Brawlout Review – Brittle Brawling
BrawloutDecember 19th, 2017
I am this game’s target audience in almost every way. Brawlout has emerged from the still growing Super Smash Bros. competitive scene, with a small group of devs around the world that have turned Smash’s mechanics into the platform fighter genre. Brawlout’s proposal is as simple as it gets for Smash fans; online versus, no items, no stage hazards, arcade modes, unlockable characters and costumes. Everything a fighting fan loves, aimed straight at the most hardcore fans of Smash. And I like it.
Releasing on Switch before Nintendo pulls the lead out and gets a Smash 4 port on the system, Brawlout is in a unique position where it can appease hardcore fans and build a good fanbase on the system which is crying out for its own Smash game. So even if it isn’t quite up to the absurd standards we see in Smash 4, it can still offer a good alternative until Smash fans get their favorite game. But sadly, I’m not sure I can recommend it even as that.
The meat of any fighting game is the characters, and in Brawlout we essentially get a bunch of characters which are heavily influenced by Smash characters, and a few guests, such as the Drifter from Hyperlight Drifter, and Juan from Guacamelee - fairly faithful, fun characters that add a unique bit of familiarity to the otherwise alien cast.
In battle, the characters will feel initially hard to control, or at least they did for me. Characters aren’t hyper-responsive and don’t spin on a dime like they do in Smash, but instead everything feels a little slower and a bit more floaty. The aim of the game is still to build damage and knock your opponent from the ring, and it works well, but knockback values for moves are very strange indeed. But that, frankly, ties into what is Brawlout’s main problem - it’s not clear. On anything.
When it comes to battle, most of the animations for characters are just… obtuse. Hard to see. Often the camera is zoomed far out, and most animations just don’t have clear hitboxes. The impacts from the hits are misleading too; it’s never quite clear where your hitboxes are, how far they reach, how much knockback your attacks will do, etc. Some attacks will offer massive hits that send the enemy flying but then hits with similar impact feedback are barely good for combo set ups.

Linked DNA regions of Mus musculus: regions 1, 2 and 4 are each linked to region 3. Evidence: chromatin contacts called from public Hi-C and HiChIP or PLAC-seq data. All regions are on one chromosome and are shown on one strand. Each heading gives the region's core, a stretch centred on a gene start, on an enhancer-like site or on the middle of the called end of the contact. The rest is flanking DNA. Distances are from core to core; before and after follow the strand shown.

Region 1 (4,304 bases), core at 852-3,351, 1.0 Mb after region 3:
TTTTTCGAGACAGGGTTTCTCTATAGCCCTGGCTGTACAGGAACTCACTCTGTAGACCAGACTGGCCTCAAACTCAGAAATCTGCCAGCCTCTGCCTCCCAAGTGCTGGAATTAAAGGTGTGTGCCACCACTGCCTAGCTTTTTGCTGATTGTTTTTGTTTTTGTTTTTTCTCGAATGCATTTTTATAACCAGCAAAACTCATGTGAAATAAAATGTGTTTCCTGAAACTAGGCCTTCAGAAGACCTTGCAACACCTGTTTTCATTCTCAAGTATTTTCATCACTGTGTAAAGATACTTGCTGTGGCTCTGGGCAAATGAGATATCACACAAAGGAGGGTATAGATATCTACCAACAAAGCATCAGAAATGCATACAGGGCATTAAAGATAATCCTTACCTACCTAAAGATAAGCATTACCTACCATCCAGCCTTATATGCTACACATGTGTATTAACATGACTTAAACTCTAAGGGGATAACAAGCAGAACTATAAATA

You can and will adjust, though, if you give it time. Brawlout plays well as a local versus game, but for everything else, well, not so recommended. Combat might be fine, but here’s something I can’t chastise enough: the piñata system. You start with essentially half the total cast of fighters and must unlock more with piñatas. Buying a piñata requires gems, a special currency. Thankfully, Brawlout’s devs aren’t crazy enough to make gems a premium currency, but gems are hard to get, requiring challenges be met. You can’t just unlock characters by playing regularly with your friends, you’ll have to play online as certain characters and play the arcade mode.
Smash Bros. has always been a multiplayer game first, so the decision to completely remove any chance of progression by playing multiplayer is absurd. Heck, unlockable characters in fighting games is avoided in most games, with Smash being one of the last that seems to insist on locking characters behind arbitrary conditions, and since Brawlout has so little other content, it’s baffling that it would remove characters from us.
Unlocking characters and skins is frankly a hassle. It’s great that none of them are DLC or microtransactions, but it’s a grind and it doesn’t feel rewarding in the slightest. Earning enough gems for Brawler piñatas is a long process, and getting the coins for the other piñatas isn’t necessarily tough, just a long process. The whole decision to implement the store and these piñatas is baffling to me.
But even if Brawlout had offered the full cast from the start, it can’t shake the fact that it’s not quite Smash Bros. It can be fun in small bursts, but I played over 500 hours of Smash Bros. for Wii U, and Brawlout is lucky to reach a single percent of that game time. There’s plenty to do here, but none of it is fun except for playing with friends, and that won’t get you any progression.
Reviewed on Nintendo Switch (code provided by the publisher).
Brawlout isn’t terrible, but it’s a struggle to recommend to anyone. If you play Smash Bros. by yourself a lot, maybe this has the kind of content you’ll enjoy, but with no reason for casual players to get involved, and an inferior competitive game compared to Smash, Brawlout isn’t a game I’d put on my wishlist.
- Local multiplayer is fun
- Fun, diverse cast
- Unlocking new characters is awful
- Inputs often feel delayed